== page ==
On January 3, 1912, St. Gertrude’s Church was established to serve Catholic families who lived in North Edgewater in the area bounded by Thorndale, Devon, Ravenswood and Lake Michigan.

The parish grew rapidly and most of the residents were immigrants from Germany, Ireland and Luxembourg. The community was quite diverse, even in 1912, with stately mansions along the lakeshore and a mixture of apartments and single family homes west of Broadway. The area was then part of Nicholas Kransz’s farm. Looking north from the corner of Glenwood and Granville, there was an unobstructed view to St. Ignatius Church in the suburb of Rogers Park.

By Palm Sunday, March 31, 1912, a portable church had been erected on the north side of Granville, just west of Glenwood. In May of that year, ground was broken at 6220 for a three-story combination church and school building. On December 1, 1912, St. Gertrude’s Church and School was dedicated by Archbishop Quigley. The church occupied the first floor, the school occupied the second and third floors and the assembly hall was located in the basement. The original building did not include the present limestone addition.

North Edgewater experienced rapid development following World War I. The Pastor of St. Gertrude’s Church was Rev. Bernard C. Heeney, who had plans to build a permanent church, separate from the school. Throughout the 1920s, the parish held annual building fundraising events in the ballroom of the Edgewater Beach Hotel. By 1929, two new parish buildings were completed – the rectory at 1420 Granville and the convent at 6214 Glenwood. Both buildings were designed by architect James Burns.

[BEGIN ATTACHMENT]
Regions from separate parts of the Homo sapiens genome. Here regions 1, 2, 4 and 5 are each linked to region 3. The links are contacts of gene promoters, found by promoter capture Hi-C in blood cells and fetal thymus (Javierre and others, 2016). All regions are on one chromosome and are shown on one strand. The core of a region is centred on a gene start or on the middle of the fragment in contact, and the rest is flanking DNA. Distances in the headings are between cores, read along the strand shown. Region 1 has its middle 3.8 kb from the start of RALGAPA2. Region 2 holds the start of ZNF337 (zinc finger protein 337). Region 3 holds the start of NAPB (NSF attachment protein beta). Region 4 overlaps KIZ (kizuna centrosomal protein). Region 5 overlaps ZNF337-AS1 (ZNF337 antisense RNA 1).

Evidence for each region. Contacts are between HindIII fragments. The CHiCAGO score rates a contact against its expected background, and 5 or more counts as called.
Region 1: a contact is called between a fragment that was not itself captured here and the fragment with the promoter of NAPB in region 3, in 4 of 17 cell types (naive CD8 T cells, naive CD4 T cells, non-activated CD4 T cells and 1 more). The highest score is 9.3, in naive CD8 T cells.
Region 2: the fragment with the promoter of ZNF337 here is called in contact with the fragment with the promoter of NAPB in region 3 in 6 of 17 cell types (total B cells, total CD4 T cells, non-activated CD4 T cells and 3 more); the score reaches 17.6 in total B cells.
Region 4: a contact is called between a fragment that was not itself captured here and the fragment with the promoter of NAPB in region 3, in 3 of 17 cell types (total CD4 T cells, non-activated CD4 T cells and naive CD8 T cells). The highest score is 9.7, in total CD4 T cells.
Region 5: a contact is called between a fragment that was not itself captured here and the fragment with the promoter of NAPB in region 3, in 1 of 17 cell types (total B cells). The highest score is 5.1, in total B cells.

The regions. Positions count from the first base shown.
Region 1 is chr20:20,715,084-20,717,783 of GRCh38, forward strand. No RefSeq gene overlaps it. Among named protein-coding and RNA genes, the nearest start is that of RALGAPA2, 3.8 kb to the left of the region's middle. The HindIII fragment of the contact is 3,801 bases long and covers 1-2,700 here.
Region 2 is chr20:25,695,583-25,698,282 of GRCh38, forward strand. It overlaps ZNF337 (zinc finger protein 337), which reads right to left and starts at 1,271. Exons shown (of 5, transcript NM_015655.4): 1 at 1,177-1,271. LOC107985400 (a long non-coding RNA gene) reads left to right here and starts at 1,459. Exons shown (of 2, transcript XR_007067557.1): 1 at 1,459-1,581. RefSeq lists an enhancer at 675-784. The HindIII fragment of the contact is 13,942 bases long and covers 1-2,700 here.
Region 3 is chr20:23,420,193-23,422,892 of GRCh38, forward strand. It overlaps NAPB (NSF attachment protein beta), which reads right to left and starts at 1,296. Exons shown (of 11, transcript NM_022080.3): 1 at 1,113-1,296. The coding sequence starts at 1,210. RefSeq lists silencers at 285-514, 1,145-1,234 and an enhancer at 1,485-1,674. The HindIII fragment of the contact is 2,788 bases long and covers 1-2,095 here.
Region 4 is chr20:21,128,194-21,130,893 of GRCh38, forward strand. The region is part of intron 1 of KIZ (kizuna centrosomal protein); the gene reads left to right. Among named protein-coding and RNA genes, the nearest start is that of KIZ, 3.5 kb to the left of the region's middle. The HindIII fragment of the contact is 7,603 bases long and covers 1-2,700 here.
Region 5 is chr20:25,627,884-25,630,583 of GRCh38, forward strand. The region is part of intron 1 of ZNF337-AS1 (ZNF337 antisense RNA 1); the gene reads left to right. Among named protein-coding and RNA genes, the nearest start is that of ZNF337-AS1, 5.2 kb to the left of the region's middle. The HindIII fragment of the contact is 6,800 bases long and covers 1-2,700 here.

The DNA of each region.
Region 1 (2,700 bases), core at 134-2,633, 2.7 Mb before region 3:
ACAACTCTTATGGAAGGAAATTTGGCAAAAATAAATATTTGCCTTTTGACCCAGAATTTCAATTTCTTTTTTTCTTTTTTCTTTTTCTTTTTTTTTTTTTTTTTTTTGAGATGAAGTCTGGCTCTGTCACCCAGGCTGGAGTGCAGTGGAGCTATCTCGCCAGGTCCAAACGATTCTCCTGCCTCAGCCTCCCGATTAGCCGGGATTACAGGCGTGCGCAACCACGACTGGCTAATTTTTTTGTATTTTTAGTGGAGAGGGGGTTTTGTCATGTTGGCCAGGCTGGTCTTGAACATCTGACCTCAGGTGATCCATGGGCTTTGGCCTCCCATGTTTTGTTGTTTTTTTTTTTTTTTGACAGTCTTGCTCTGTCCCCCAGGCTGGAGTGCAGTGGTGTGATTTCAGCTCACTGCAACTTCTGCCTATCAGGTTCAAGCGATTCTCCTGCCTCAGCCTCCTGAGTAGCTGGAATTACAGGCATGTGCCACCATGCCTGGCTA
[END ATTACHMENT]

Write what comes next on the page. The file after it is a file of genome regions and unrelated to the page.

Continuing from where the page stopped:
On November 30, 1930, the cornerstone was laid for the new church building. Construction was completed on November 15, 1931. Again, the architect was James Burns. The general contractor was Matt Rauen, a parishioner whose shop was located on Ravenswood, between Thome and Highland. This English Gothic structure was one of the few churches – or other buildings for that matter – that were erected during the Depression. The façade is Bedford limestone, which was quarried, cut and paid for prior to the Stock Market Crash in 1929.

The Church’s beautiful stained glass windows were crafted by Franz Mayer in Munich, Germany. The interior’s soaring Gothic arches were designed so that no column would block anyone’s view of the front altar from any of the 650 seats. The Church’s five altars are made of Italian Carrara marble, with gold mosaic and Pavonazzo trimmings. The cost of the original Kilgen pipe organ was $18,000. Total cost of the church’s construction was $225,000.

The façade of the Church features two wide arches above stained glass windows and two double doors. In keeping with the Gothic style, the arches are decorated with stone symbols of religious origin. One row includes acorns, grapes, cornucopia, bridge, bell, keys, bird and pineapple (welcome). The second row includes many floral variations. The four center carvings are dove and olive branch, a prophet’s face, a bell and four Gospel writers.

As you enter the vestibule, please take notice of the ceiling details and the original baptistery. When you enter the main church, you will experience the beautiful wide open space of the truly modern architecture. It is truly a welcoming church.